Thanks for sharing, Jeff!
Comments below...

On Mar 24, 2012, at 4:33 PM, Jeff Bacon wrote:

>> 2012-03-21 16:41, Paul Kraus wrote:
>>>     I have been running ZFS in a mission critical application since
>>> zpool version 10 and have not seen any issues with some of the vdevs
>>> in a zpool full while others are virtually empty. We have been running
>>> commercial Solaris 10 releases. The configuration was that each
>> Thanks for sharing some real-life data from larger deployments,
>> as you often did. That's something I don't often have access
>> to nowadays, with a liberty to tell :)
> Here's another datapoint, then: 
> I'm using sol10u9 and u10 on a number of supermicro boxes,
> mostly X8DTH boards with LSI 9211/9208 controllers and E5600 CPUs.
> Application is NFS file service to a bunch of clients, and 
> we also have an in-house database application written in Java
> which implements a column-oriented db in files. Just about all
> of it is raidz2, much of it running gzip-compressed.
> Since I can't find anything saying not to other than some common
> wisdom about not putting your eggs all in one basket that I'm
> choosing to reject in some cases, I just keep adding vdevs to
> the pool. started with 2TB barracudas for dev/test/archive
> usage and constellations for prod, now 3TB drives, have just
> added some of the new Pipeline drives with nothing particularly
> of interest to note therefrom. 
> You can create a startlingly large pool this way:
> ny-fs7(68)% zpool list
> srv    177T   114T  63.3T    64%  ONLINE  -
> most pools are smaller. this is an archive box that's also
> the guinea pig, 12 vdevs of 7 drives raidz2. the largest prod
> one is 130TB in 11 vdevs of 8 drives raidz2. I won't guess
> at the mix of 2TB and 3TB. these are both sol10u9. 
> Another box has 150TB in 6 pools, raidz2/gzip using 2TB
> constellations, dual X5690s with 144GB RAM running 20-30
> Java db workers. We do manage to break this box on the
> odd occasion - there's a race condition in the ZIO code 
> where a buffer can be freed while the block buffer is in
> the process of being "loaned" out to the compression code.
> However, it takes 600 zpool threads plus another 600-900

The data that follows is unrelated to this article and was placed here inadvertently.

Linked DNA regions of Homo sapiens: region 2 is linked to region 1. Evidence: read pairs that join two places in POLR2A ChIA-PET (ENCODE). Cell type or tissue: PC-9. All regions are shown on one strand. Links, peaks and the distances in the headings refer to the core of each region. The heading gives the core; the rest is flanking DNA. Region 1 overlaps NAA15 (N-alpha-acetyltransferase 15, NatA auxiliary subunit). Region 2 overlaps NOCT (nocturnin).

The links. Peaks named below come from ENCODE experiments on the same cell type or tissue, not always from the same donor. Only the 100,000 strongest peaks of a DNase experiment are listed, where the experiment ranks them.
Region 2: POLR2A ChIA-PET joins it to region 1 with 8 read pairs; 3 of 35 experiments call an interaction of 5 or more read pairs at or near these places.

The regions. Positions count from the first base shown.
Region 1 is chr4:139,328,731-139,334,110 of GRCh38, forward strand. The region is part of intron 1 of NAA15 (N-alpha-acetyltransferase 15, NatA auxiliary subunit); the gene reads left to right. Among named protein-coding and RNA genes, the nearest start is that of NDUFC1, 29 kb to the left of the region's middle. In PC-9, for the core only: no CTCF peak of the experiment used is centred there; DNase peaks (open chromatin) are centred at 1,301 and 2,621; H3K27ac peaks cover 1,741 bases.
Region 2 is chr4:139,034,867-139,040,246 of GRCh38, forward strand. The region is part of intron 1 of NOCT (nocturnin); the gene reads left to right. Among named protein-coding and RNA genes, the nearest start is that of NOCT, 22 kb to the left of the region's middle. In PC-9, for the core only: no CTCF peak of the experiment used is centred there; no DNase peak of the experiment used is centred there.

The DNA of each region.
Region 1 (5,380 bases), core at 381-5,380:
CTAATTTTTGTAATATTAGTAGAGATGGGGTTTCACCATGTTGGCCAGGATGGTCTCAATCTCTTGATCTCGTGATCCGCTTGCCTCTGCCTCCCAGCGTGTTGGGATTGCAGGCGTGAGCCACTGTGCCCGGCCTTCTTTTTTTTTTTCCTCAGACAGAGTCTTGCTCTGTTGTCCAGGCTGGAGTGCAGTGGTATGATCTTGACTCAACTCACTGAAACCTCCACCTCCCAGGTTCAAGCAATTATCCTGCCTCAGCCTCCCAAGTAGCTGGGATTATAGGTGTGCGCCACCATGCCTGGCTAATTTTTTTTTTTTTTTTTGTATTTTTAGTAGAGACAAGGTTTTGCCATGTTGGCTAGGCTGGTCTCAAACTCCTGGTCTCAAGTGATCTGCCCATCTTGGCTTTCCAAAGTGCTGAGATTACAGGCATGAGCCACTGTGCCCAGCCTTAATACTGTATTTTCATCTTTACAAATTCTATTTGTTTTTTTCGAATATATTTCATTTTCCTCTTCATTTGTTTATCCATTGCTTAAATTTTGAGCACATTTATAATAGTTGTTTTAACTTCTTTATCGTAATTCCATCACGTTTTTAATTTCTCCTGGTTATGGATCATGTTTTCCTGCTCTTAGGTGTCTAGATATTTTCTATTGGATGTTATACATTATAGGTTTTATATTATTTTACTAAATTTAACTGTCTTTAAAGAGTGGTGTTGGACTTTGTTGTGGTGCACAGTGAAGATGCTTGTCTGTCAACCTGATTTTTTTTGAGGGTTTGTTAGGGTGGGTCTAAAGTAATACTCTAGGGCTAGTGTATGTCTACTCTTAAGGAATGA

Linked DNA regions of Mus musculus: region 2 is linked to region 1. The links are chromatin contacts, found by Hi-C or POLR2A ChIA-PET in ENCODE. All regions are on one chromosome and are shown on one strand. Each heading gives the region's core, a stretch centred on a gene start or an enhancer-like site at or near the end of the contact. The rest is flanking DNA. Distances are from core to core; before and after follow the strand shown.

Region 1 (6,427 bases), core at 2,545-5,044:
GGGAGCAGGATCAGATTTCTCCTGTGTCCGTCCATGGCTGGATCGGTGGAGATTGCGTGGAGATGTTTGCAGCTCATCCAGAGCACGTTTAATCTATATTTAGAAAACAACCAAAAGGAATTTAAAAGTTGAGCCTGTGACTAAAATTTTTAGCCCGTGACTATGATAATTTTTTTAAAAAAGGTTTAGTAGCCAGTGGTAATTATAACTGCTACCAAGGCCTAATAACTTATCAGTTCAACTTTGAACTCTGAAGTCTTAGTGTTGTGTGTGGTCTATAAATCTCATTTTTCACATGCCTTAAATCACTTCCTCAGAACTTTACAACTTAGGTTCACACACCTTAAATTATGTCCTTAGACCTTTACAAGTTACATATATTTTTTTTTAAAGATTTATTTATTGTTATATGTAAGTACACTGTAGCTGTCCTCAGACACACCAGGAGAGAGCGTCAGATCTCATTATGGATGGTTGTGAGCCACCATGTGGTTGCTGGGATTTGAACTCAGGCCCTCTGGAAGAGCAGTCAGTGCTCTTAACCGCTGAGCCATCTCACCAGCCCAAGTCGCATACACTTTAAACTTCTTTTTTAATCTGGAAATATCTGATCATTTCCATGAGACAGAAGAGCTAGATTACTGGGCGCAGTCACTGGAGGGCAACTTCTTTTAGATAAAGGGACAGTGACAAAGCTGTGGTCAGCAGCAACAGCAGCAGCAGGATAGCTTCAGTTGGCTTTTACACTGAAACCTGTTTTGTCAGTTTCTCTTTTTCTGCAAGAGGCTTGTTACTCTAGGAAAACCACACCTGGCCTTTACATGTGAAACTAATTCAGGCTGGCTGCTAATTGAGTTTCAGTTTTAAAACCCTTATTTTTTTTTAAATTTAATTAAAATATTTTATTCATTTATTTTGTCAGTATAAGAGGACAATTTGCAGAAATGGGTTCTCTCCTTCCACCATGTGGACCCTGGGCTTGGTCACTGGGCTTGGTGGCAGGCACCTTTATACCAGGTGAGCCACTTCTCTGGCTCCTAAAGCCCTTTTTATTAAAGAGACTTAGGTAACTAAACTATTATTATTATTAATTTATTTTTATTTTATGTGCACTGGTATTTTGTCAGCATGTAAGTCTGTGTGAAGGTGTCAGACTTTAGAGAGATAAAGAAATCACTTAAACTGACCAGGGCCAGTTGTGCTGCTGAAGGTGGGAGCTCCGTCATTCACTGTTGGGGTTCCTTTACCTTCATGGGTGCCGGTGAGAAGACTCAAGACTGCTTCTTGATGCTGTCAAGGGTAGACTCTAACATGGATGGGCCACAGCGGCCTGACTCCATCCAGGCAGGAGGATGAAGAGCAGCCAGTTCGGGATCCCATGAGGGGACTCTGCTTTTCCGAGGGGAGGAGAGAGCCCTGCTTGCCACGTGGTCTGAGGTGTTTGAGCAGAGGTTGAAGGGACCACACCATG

> java threads running at the same time with a backlog of 
> 80000 ZIOs in queue, so it's not the sort of thing that
> anyone's likely to run across much. :) It's fixed
> in sol11, I understand; however, our intended fix is
> to split the whole thing so that the workload (which
> for various reasons needs to be on one box) is moved
> to a 4-socket Westmere, and all of the data pools
> are served via NFS from other boxes. 
> I did lose some data once, long ago, using LSI 1068-based 
> controllers on older kit, but pretty much I can attribute
> that to something between me-being-stupid and the 1068s
> really not being especially friendly towards the LSI
> expander chips in the older 3Gb/s SMC backplanes when used
> for SATA-over-SAS tunneling. The current arrangements 
> are pretty solid otherwise. 

In general, mixing SATA and SAS directly behind expanders (eg without
SAS/SATA intereposers) seems to be bad juju that an OS can't fix.

> The SATA-based boxes can be a little cranky when a drive
> toasts, of course - they sit and hang for a while until they
> finally decide to offline the drive. We take that as par
> for the course; for the application in question (basically,
> storing huge amounts of data on the odd occasion that someone
> has a need for it), it's not exactly a showstopper.
> I am curious as to whether there is any practical upper-limit
> on the number of vdevs, or how far one might push this kind of
> configuration in terms of pool size - assuming a sufficient
> quantity of RAM, of course.... I'm sure I will need to 
> split this up someday but for the application there's just
> something hideously convenient about leaving it all in one
> filesystem in one pool. 

I've run pools with > 100 top-level vdevs. It is not uncommon to see
40+ top-level vdevs.
 -- richard

DTrace Conference, April 3, 2012,
ZFS Performance and Training

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